Anyone who uses water provided by Broadkiln Beach Water Co. and PrimeHook Water Co. is warned to boil water before using it.
The boil water notice is in effect until at least Tuesday, July 24.
The Delaware Division of Public Health issued the notice after the presence of E. coli bacteria was discovered July 20. Consumers are advised to bring the water to a boil (212F), let it boil for a minute, and let it cool before using, or use bottled water. Boiled or bottled water should be used for drinking, making ice, brushing teeth, washing dishes, and food preparation until further notice. Boiling kills the bacteria and other organisms in the water. It is safe to use the water for bathing or showering and for washing clothes.
Jennifer Brestel, spokeswoman for the Division of Public Health, said additional sampling done in the afternoon of July 20 tested negative for E. coli, but a second test must come back negative before the boil water notice can be lifted. She said the results of those tests, conducted July 23, would not be known until the next day.
The water system operator is required by state law to notify all consumers of the contamination and the boil water notice. The well and the distribution system are being disinfected and flushed, and a chlorine treatment system has been put in place by the system operator.
With bacteria in the water, residents are heading out to buy bottled water.
Lois Rehkamp, owner of Broadkill Store, said the store is selling a lot of bottled water and has had to restock since the warning was announced July 20. She said business has been steady with people coming in for water.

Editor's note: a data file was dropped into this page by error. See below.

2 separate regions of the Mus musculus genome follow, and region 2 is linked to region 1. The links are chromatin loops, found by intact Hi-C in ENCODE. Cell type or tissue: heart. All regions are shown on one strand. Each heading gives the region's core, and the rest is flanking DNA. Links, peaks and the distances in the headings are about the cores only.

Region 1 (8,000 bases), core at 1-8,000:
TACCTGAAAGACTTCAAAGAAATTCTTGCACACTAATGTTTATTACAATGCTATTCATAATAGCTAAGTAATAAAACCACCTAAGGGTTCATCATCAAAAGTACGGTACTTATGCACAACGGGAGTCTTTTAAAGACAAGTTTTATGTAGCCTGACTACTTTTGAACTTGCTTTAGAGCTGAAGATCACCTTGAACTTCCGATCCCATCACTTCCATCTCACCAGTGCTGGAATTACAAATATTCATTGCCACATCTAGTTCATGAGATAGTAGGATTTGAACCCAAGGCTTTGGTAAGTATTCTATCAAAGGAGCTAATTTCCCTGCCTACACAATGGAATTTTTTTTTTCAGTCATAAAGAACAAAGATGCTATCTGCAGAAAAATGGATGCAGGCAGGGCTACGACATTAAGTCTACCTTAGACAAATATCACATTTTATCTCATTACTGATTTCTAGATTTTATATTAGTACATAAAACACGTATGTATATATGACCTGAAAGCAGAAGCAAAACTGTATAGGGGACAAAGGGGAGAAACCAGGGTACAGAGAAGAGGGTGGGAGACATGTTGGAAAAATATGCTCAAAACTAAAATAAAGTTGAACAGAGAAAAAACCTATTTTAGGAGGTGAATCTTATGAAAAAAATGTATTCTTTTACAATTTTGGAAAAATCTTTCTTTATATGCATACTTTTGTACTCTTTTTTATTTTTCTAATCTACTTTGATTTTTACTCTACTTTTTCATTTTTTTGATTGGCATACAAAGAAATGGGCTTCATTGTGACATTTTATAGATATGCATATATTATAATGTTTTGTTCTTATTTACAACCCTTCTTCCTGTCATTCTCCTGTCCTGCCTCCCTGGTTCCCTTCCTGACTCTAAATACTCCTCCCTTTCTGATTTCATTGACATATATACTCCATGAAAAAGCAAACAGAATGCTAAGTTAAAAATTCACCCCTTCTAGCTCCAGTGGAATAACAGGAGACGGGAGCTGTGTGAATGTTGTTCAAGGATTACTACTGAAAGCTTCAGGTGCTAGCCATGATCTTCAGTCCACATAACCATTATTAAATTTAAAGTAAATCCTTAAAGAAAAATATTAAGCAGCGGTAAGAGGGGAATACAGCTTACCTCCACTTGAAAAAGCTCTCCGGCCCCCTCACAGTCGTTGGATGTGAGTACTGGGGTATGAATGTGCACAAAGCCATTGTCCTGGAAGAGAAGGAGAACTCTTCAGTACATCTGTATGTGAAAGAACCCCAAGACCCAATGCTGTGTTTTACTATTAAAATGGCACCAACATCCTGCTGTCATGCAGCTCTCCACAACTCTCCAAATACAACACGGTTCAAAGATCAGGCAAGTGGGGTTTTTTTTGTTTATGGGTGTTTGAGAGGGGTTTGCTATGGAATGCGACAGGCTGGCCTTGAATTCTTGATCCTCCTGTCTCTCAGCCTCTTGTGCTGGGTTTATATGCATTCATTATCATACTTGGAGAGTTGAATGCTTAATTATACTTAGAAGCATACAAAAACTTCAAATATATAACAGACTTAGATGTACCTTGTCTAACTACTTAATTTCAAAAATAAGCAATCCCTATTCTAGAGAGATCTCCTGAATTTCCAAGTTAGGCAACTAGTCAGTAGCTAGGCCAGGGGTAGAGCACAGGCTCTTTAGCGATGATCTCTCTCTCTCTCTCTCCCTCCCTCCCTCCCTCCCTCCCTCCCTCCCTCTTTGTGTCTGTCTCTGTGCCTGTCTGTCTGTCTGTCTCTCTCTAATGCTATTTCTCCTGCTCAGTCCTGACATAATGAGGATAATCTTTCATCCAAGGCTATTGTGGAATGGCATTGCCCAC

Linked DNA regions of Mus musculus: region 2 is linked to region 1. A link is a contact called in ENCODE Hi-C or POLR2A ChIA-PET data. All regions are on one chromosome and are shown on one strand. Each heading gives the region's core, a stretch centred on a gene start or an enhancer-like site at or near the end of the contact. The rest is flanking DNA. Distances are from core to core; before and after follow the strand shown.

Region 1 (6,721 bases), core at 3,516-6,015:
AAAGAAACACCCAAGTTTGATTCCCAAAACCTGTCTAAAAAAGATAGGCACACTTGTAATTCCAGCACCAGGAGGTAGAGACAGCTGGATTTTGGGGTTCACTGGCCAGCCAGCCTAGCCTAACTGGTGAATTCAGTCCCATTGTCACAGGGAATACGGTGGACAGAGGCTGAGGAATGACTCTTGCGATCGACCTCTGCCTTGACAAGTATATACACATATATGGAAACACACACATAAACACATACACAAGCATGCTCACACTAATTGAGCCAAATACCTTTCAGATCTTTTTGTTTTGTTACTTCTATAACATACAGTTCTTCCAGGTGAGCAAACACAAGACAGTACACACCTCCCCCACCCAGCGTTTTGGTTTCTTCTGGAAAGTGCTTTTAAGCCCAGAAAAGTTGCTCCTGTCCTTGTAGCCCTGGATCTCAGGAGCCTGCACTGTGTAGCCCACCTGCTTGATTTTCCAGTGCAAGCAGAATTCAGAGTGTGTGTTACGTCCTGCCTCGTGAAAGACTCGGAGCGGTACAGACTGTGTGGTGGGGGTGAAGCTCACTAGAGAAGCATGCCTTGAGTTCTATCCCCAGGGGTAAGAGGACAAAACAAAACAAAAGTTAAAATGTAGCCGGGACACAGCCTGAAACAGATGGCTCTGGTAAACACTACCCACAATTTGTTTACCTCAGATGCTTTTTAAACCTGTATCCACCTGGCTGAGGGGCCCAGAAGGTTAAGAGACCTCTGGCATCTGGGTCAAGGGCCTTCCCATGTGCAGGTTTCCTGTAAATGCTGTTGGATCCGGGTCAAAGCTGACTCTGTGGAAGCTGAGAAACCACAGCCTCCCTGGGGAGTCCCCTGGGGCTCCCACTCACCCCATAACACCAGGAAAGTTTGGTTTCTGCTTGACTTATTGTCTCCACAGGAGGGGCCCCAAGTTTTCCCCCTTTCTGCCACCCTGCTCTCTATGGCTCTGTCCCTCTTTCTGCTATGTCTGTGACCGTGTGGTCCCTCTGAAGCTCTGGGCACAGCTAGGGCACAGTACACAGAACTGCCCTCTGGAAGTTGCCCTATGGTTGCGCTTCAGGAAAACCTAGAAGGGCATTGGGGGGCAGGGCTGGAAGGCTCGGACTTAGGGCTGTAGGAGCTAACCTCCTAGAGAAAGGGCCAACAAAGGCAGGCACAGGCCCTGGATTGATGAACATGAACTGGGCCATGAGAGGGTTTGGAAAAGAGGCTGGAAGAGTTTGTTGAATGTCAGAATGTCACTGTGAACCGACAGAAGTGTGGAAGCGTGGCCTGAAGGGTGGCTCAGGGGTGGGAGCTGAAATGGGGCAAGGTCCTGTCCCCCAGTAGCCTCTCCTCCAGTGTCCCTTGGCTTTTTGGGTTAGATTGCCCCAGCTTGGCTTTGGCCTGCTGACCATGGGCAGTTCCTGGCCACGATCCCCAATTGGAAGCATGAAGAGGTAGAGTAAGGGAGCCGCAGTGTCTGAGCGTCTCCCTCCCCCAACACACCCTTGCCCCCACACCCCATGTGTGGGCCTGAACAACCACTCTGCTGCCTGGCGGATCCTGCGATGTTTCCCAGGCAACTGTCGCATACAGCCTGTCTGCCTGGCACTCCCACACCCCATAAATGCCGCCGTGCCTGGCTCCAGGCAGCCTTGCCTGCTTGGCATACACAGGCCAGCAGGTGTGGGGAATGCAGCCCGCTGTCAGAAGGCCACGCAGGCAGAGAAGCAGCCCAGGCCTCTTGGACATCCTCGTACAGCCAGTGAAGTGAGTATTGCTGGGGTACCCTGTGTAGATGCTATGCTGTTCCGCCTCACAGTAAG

"It's not fun," she said.
E. coli are bacteria whose presence indicates that the water may be contaminated with human or animal wastes. Microbes in these wastes can cause diarrhea, cramps, nausea, headaches, or other symptoms. They may pose a special health risk for infants, young children, and people with severely compromised immune systems. These symptoms are not caused only by organisms in drinking water; anyone who experiences these symptoms, if they persist, should contact their healthcare provider. People at increased risk should seek advice about drinking water from their healthcare providers.
Bacterial contamination can occur when increased runoff enters the drinking water source, which can occur following heavy rains. It can also happen due to a break in the distribution pipes or a failure in the water treatment process.
For more information about E. coli, visit http://www.dhss.delaware.gov/dhss/dph/files/ecolifaq.pdf or https://www.cdc.gov/healthywater/drinking/private/wells/disease/e_coli.html.